54 min

Power and Ridicule: Political Mockery and Subversion in the Middle East and North Africa Maghrib in Past & Present | Podcasts

    • History

In this podcast, Prof. Charles Tripp discusses how humor and mockery are considered ways of resilience against power through the use of cartoons, songs, images, or any form of art to reveal the lies, hypocrisy of those in power. 

Prof. Tripp is Professor Emeritus of Politics with reference to the Middle East and North Africa at the School of Oriental and African Studies, University of London, and is a Fellow of the British Academy. His PhD was from SOAS and examined Egyptian politics in the latter years of monarchy. At SOAS he has been head of the Centre for Middle Eastern Studies and is one of the co-founders of the Centre for Comparative Political Thought. His research has mainly focused on political developments in the Middle East and includes the nature of autocracy, war and the state, as well as Islamic political thought, the politics of resistance and the relationship between art and power. He is currently working on a study of the emergence of the public and the rethinking of republican ideals in North Africa. 

This episode is part of the Contemporary Thought series and was recorded on February 14th, 2019 at the Centre d'Études Maghrébines à Tunis (CEMAT).

To see related slides visit our web page www.themaghribpodcast.com

We thank Mr. Souheib Zallazi, (student at CFT, Tunisia) and Mr. Malek Saadani (student at ULT, Tunisia), for their interpretation of el Ardh Ardhi of Sabri Mesbah, performed for the introduction and conclusion of this podcast. Souheib on melodica and Malek on guitar.

Posted by Hayet Lansari, Librarian, Outreach Coordinator, Content Curator (CEMA).

In this podcast, Prof. Charles Tripp discusses how humor and mockery are considered ways of resilience against power through the use of cartoons, songs, images, or any form of art to reveal the lies, hypocrisy of those in power.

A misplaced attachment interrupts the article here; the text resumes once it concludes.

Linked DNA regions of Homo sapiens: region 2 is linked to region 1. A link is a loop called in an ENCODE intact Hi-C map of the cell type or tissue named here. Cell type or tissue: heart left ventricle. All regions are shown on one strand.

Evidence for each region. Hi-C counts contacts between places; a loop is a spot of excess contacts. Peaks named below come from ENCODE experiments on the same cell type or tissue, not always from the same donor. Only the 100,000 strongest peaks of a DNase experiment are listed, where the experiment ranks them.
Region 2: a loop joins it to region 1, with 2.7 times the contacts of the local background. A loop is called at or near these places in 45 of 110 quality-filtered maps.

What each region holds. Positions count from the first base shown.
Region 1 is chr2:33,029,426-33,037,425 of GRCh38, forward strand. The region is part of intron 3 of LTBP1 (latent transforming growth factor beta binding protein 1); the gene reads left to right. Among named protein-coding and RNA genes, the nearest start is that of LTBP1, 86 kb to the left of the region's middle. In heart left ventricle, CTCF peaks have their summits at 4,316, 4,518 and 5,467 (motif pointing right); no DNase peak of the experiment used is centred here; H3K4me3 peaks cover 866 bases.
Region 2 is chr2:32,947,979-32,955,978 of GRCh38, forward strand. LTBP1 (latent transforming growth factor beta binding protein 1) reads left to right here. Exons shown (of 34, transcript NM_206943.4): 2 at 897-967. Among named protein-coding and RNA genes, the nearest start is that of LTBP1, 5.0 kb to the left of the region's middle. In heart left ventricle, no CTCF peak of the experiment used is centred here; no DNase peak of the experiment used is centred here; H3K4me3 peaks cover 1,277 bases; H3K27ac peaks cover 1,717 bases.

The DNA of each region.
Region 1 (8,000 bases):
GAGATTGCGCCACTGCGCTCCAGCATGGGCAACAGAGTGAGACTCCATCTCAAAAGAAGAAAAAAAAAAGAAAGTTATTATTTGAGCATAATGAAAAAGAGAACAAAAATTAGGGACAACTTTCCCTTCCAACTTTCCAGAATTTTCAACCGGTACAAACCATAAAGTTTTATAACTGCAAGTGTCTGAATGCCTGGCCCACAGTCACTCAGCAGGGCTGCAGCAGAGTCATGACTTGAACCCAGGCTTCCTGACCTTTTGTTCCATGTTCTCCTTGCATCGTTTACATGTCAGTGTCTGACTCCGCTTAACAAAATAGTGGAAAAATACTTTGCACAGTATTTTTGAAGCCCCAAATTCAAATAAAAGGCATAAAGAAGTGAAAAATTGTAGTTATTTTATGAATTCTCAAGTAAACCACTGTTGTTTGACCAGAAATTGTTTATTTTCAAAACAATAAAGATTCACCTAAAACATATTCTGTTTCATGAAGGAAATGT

Prof. Tripp is Professor Emeritus of Politics with reference to the Middle East and North Africa at the School of Oriental and African Studies, University of London, and is a Fellow of the British Academy. His PhD was from SOAS and examined Egyptian politics in the latter years of monarchy. At SOAS he has been head of the Centre for Middle Eastern Studies and is one of the co-founders of the Centre for Comparative Political Thought. His research has mainly focused on political developments in the Middle East and includes the nature of autocracy, war and the state, as well as Islamic political thought, the politics of resistance and the relationship between art and power. He is currently working on a study of the emergence of the public and the rethinking of republican ideals in North Africa. 

This episode is part of the Contemporary Thought series and was recorded on February 14th, 2019 at the Centre d'Études Maghrébines à Tunis (CEMAT).

To see related slides visit our web page www.themaghribpodcast.com

We thank Mr. Souheib Zallazi, (student at CFT, Tunisia) and Mr. Malek Saadani (student at ULT, Tunisia), for their interpretation of el Ardh Ardhi of Sabri Mesbah, performed for the introduction and conclusion of this podcast. Souheib on melodica and Malek on guitar.

Posted by Hayet Lansari, Librarian, Outreach Coordinator, Content Curator (CEMA).

54 min

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